Red Bull should not be allowed to ‘negotiate’ over cost cap breach

© Jiri Krenek for Mercedes-Benz Grand Prix Ltd.

By Adrian Mann

Max Verstappen has won the 2022 Drivers’ Championship at the Japanese Grand Prix, and on Sunday Red Bull picked up its first Constructors’ title since 2013. However, these are not the main news stories in Formula 1 right now. No, the F1 conversation is dominated with Red Bull’s breach of the 2021 budget cap.

One of the most fascinating aspects of the story is not the fact that Red Bull has been found to be in breach of the financial regulations, but actually that they are currently ‘negotiating’ with the FIA over the next steps. According to the rulebook, once a breach is detected, the FIA does not immediately hand out a penalty, instead they invite the team in question to enter into an ‘Accepted Breach Agreement’. The agreement includes a proposed penalty, which the team has to accept if they enter into it. If the team does not agree, they can go before the Cost Cap Adjudication Panel, or even pursue legal means as their next step.

However, the question is, why does Red Bull have to agree to anything at all? Since the FIA already announced that the team was in breach of the budget cap, we can assume that they are sure that the breach happened. If they are sure, why wasn’t a penalty handed out immediately? And what is there to negotiate? If a team breaks the technical regulations, let’s say they put an illegal rear wing on their car, the FIA will announce that there was a breach, and they will announce what the penalty is. The team can them lodge a protest, or even pursue the matter in court, but there will be no negotiation after the infringement was publicly announced.


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If the FIA is sure that the breach happened (and if they aren’t it shouldn’t have been announced in the first place), they must hand out a penalty, and it is up to Red Bull then to pursue any course of action they deem necessary. This ‘process’ Red Bull and the FIA are engaged in, makes it seem like the FIA wants to know what penalty the team can live with, so that this whole thing doesn’t create a big fuss. But how do you police a rule, if you need a team to agree to its penalty? It seems like a farce.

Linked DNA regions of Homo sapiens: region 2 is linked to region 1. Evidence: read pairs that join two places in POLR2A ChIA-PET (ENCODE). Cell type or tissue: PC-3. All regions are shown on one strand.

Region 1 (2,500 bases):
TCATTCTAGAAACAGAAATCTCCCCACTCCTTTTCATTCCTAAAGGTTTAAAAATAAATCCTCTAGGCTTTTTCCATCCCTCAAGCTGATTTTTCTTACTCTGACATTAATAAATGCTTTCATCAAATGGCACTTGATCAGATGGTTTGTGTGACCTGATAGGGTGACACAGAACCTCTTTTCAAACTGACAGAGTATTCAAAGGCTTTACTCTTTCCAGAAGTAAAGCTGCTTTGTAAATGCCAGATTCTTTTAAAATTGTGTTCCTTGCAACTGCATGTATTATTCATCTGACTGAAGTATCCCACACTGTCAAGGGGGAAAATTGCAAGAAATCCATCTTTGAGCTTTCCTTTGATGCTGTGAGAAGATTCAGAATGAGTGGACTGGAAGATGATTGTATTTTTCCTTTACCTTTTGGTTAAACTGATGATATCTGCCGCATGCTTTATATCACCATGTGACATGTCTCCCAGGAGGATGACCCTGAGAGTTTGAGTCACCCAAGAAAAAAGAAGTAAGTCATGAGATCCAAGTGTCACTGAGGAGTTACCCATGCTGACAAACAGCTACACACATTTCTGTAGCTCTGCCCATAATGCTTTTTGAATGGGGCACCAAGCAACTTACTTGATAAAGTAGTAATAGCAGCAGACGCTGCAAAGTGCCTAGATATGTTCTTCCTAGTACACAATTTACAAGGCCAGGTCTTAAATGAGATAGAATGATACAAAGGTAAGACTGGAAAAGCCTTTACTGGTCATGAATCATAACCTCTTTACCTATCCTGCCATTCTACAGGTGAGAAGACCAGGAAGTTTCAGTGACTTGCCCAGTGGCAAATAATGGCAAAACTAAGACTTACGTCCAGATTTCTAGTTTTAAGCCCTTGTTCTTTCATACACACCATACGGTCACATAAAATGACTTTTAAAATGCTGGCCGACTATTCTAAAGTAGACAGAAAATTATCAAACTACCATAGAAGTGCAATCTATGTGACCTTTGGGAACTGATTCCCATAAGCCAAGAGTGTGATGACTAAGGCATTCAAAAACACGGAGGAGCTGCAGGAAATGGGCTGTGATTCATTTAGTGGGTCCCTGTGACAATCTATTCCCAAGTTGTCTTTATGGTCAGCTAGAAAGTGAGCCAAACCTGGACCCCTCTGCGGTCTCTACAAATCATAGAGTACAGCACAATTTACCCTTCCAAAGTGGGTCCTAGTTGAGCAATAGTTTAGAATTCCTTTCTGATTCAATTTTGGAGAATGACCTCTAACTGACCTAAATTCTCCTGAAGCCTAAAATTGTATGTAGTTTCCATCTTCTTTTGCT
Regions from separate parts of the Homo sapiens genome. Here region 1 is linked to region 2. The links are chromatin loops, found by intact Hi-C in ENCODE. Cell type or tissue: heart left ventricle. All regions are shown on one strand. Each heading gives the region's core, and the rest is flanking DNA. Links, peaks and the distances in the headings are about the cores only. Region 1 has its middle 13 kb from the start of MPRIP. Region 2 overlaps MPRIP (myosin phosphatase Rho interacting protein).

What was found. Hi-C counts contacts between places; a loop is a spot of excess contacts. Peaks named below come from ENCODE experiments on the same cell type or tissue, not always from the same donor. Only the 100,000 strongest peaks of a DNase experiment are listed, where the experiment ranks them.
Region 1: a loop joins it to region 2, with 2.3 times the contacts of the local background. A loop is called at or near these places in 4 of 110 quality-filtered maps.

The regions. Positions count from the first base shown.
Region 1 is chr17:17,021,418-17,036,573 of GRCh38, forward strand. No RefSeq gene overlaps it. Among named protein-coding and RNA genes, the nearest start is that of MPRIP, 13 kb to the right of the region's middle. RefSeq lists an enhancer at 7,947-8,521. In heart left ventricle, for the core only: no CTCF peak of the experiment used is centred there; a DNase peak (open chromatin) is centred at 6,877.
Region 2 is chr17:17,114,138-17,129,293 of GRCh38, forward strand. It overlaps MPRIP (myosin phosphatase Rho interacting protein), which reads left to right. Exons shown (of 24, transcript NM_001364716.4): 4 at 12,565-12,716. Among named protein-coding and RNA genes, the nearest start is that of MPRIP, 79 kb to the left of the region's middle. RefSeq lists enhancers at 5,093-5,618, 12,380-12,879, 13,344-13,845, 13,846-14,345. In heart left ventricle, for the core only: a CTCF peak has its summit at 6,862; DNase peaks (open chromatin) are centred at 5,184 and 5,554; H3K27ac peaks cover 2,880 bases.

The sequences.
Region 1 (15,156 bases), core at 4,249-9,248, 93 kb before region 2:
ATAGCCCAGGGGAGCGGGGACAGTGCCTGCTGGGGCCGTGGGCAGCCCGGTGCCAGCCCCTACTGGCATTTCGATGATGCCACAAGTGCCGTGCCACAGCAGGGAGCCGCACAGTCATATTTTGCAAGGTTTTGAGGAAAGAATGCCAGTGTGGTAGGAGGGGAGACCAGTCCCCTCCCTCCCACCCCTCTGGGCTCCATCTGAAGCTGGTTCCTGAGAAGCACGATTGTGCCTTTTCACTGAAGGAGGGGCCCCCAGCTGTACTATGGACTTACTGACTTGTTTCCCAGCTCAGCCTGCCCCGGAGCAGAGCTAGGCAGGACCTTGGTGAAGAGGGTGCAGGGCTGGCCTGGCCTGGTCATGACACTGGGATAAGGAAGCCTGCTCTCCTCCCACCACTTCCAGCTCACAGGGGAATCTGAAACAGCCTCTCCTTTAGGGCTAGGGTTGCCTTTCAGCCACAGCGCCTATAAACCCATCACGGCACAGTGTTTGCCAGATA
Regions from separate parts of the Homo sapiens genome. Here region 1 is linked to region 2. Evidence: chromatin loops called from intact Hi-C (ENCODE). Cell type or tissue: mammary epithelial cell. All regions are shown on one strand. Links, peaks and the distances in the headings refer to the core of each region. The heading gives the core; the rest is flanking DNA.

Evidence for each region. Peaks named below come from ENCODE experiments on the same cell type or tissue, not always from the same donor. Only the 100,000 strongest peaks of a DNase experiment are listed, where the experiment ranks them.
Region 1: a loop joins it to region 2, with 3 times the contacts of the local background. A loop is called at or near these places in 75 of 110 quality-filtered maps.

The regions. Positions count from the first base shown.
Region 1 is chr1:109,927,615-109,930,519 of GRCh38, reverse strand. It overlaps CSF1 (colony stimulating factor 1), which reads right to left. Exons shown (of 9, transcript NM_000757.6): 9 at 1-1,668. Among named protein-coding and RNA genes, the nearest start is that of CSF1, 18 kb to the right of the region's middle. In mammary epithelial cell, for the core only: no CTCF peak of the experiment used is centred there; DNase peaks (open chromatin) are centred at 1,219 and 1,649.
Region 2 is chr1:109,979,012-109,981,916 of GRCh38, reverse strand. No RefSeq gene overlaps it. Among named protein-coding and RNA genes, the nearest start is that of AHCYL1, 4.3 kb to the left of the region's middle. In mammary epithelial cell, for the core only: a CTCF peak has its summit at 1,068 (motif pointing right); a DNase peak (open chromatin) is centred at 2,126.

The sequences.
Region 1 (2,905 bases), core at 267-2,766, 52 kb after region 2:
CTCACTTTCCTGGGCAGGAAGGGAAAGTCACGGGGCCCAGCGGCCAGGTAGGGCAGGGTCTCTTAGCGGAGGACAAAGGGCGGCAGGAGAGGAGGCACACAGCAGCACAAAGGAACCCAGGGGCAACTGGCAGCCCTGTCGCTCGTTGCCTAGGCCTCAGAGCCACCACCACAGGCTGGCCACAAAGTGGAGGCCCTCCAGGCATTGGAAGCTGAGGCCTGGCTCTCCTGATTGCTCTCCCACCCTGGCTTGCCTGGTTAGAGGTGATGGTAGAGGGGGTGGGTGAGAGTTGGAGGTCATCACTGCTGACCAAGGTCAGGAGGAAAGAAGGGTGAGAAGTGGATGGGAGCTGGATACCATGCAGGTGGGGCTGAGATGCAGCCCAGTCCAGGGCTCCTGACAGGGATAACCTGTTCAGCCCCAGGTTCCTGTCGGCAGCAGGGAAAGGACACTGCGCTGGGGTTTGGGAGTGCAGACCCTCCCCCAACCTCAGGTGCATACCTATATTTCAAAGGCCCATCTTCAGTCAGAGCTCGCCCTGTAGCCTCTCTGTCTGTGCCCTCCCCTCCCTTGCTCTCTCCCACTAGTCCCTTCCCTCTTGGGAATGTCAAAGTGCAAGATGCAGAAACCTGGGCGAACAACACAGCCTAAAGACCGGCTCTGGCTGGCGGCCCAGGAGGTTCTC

In an age where the FIA likes to throw the word ‘transparency’ around, the fact that they announced a breach, but withheld any details on what caused it, or what the penalty will be, their whole ‘process’ is anything but transparent. The FIA needs to be firm when policing its regulations, and all the ‘talks’ need to happen before a breach is ever announced. And this is usually the case with any breach, except it seems, a financial regulations breach. If these regulations are to have ‘teeth’, as F1 managing director Ross Brawn put it back in 2019, the FIA needs to stop this charade, announce a penalty, and let Red Bull deal with it in whatever way they see fit.

Now, it’s understandable that when your newly crowned champions have been proven to be in breach of the regulations, it’s a bit ‘inconvenient’. However, it’s going to be a lot more inconvenient if your indecision makes the whole system seem broken and unreliable. Not to mention, there are nine other teams who are waiting to exploit any indecision or precedent set by the FIA. It would be very inconvenient if next year there are a few more budget cap breaches that the FIA needs to ‘negotiate’.

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